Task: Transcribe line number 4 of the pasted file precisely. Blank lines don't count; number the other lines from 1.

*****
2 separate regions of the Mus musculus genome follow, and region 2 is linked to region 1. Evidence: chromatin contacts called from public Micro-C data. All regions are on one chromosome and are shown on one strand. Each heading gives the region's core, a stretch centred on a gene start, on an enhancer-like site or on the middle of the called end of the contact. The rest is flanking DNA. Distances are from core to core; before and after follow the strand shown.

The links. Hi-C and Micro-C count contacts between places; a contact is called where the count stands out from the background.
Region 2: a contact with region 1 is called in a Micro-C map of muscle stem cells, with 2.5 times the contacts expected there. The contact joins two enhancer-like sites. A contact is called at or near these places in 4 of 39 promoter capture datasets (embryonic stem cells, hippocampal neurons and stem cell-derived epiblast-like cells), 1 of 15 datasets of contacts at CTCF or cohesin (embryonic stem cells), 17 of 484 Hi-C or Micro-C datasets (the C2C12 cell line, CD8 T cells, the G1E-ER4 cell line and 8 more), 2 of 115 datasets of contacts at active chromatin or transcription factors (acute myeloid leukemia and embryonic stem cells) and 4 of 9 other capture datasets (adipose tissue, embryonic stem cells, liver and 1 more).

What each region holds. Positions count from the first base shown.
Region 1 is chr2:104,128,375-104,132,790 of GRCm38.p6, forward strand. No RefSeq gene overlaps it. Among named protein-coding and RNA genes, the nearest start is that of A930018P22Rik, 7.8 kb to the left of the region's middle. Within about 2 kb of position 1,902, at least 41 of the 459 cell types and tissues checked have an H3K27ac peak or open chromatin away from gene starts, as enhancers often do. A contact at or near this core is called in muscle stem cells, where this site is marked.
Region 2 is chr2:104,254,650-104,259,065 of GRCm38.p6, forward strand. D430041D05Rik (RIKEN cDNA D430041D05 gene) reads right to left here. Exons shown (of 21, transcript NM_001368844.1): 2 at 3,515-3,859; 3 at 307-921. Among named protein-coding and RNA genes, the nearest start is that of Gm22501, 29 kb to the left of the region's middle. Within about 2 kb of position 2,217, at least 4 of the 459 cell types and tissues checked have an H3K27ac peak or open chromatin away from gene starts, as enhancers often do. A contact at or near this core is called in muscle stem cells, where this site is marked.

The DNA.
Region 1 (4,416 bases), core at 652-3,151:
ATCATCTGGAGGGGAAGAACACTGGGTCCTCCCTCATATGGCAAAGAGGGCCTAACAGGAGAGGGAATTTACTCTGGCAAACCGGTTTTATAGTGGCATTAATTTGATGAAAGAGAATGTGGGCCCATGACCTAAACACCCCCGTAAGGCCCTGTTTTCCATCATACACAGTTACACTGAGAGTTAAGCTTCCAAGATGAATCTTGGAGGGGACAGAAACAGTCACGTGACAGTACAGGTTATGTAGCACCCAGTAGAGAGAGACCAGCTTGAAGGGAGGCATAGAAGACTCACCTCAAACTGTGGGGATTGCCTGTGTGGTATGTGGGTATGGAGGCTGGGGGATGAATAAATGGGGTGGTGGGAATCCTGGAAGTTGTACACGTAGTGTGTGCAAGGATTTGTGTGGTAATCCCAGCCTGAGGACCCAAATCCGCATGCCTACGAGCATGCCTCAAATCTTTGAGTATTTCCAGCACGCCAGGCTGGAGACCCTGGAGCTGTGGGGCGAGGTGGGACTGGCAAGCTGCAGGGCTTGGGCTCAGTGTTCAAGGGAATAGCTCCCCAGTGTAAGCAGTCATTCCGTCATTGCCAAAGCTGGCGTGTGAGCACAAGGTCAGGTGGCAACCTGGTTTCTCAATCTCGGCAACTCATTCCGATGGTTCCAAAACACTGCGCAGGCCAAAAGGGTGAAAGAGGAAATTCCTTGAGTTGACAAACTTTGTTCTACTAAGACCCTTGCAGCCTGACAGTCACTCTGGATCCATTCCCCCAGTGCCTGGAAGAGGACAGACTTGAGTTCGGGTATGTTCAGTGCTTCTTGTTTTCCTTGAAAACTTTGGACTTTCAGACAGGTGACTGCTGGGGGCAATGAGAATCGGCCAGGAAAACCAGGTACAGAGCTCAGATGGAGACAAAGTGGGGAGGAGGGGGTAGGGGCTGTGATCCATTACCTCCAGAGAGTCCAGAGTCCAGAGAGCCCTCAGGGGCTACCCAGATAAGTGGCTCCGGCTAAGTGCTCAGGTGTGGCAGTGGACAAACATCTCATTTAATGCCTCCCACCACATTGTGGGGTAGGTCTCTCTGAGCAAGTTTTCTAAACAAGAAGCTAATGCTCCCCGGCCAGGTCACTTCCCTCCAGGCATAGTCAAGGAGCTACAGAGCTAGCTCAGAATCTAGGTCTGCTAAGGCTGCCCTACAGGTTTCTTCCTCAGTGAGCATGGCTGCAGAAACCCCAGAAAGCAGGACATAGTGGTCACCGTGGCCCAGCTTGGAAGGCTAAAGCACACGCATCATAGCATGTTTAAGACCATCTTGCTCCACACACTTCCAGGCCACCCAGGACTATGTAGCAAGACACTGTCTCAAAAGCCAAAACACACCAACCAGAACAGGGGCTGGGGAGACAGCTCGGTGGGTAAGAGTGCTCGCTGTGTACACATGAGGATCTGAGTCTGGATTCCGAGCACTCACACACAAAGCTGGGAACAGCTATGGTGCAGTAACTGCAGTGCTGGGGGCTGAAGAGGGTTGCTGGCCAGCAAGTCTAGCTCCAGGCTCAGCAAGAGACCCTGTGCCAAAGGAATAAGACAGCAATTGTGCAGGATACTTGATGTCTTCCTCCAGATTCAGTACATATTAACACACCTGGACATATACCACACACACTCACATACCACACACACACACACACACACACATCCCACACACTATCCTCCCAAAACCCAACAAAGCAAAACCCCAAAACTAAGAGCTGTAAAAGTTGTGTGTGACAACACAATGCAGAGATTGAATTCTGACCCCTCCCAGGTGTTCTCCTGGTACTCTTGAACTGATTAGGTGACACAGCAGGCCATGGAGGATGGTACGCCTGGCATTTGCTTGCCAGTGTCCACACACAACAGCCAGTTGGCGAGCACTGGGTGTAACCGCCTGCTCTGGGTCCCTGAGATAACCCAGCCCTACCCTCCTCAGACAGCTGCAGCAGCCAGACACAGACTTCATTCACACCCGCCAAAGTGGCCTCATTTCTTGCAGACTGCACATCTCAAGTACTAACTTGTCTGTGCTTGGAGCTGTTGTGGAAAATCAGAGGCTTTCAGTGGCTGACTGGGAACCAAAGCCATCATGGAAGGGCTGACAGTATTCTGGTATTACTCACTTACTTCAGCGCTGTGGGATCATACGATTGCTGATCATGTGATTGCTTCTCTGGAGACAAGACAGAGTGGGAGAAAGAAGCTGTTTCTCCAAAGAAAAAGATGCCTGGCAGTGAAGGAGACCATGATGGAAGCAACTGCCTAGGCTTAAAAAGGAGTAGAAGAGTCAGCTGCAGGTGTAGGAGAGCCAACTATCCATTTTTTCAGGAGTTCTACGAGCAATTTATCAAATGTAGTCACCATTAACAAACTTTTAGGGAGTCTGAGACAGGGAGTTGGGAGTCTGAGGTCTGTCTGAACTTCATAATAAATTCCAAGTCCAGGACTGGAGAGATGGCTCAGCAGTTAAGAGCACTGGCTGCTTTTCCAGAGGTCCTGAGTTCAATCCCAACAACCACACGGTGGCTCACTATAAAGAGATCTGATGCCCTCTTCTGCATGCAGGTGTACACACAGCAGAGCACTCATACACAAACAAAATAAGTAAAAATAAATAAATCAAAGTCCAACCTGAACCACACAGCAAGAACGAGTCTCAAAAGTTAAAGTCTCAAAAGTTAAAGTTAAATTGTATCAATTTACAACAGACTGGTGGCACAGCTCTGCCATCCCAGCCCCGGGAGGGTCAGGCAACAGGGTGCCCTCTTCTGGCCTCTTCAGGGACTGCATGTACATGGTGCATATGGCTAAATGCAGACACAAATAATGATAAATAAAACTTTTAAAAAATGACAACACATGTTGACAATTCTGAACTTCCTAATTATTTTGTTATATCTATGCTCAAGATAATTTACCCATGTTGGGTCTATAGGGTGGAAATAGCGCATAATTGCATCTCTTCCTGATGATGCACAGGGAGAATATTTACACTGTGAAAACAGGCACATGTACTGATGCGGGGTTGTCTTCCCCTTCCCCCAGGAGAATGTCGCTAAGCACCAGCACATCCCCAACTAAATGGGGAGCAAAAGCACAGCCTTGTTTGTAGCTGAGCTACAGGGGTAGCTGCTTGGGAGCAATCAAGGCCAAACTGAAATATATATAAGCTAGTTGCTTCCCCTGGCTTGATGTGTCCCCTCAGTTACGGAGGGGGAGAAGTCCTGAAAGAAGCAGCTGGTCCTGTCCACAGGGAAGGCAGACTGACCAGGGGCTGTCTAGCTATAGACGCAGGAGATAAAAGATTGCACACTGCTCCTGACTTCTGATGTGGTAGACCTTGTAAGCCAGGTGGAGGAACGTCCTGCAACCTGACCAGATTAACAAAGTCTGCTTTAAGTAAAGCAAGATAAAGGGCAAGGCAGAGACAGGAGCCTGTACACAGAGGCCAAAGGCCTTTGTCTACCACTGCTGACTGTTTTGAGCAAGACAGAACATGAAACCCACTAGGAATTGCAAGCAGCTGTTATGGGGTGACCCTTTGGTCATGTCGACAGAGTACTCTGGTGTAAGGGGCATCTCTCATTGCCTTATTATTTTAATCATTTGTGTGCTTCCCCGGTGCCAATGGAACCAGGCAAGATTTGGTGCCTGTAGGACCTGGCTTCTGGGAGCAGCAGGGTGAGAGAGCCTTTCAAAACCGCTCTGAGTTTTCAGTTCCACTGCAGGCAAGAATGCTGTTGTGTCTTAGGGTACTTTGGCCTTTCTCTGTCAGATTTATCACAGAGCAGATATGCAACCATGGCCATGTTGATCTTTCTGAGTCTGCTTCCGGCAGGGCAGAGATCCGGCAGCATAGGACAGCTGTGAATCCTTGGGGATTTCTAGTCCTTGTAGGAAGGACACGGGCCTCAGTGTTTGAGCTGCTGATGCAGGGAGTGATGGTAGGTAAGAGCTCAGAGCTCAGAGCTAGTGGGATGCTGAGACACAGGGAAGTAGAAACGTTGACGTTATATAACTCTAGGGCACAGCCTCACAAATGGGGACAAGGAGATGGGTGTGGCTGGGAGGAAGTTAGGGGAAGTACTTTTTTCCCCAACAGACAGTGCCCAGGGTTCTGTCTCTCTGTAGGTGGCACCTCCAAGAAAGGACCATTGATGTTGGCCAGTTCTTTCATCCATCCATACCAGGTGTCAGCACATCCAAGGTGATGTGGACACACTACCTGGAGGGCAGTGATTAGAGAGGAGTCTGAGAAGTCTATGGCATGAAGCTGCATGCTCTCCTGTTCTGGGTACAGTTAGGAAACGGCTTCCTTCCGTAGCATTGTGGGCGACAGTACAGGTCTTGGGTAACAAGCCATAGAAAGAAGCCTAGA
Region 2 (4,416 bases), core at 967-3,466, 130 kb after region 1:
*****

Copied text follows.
What each region holds. Positions count from the first base shown.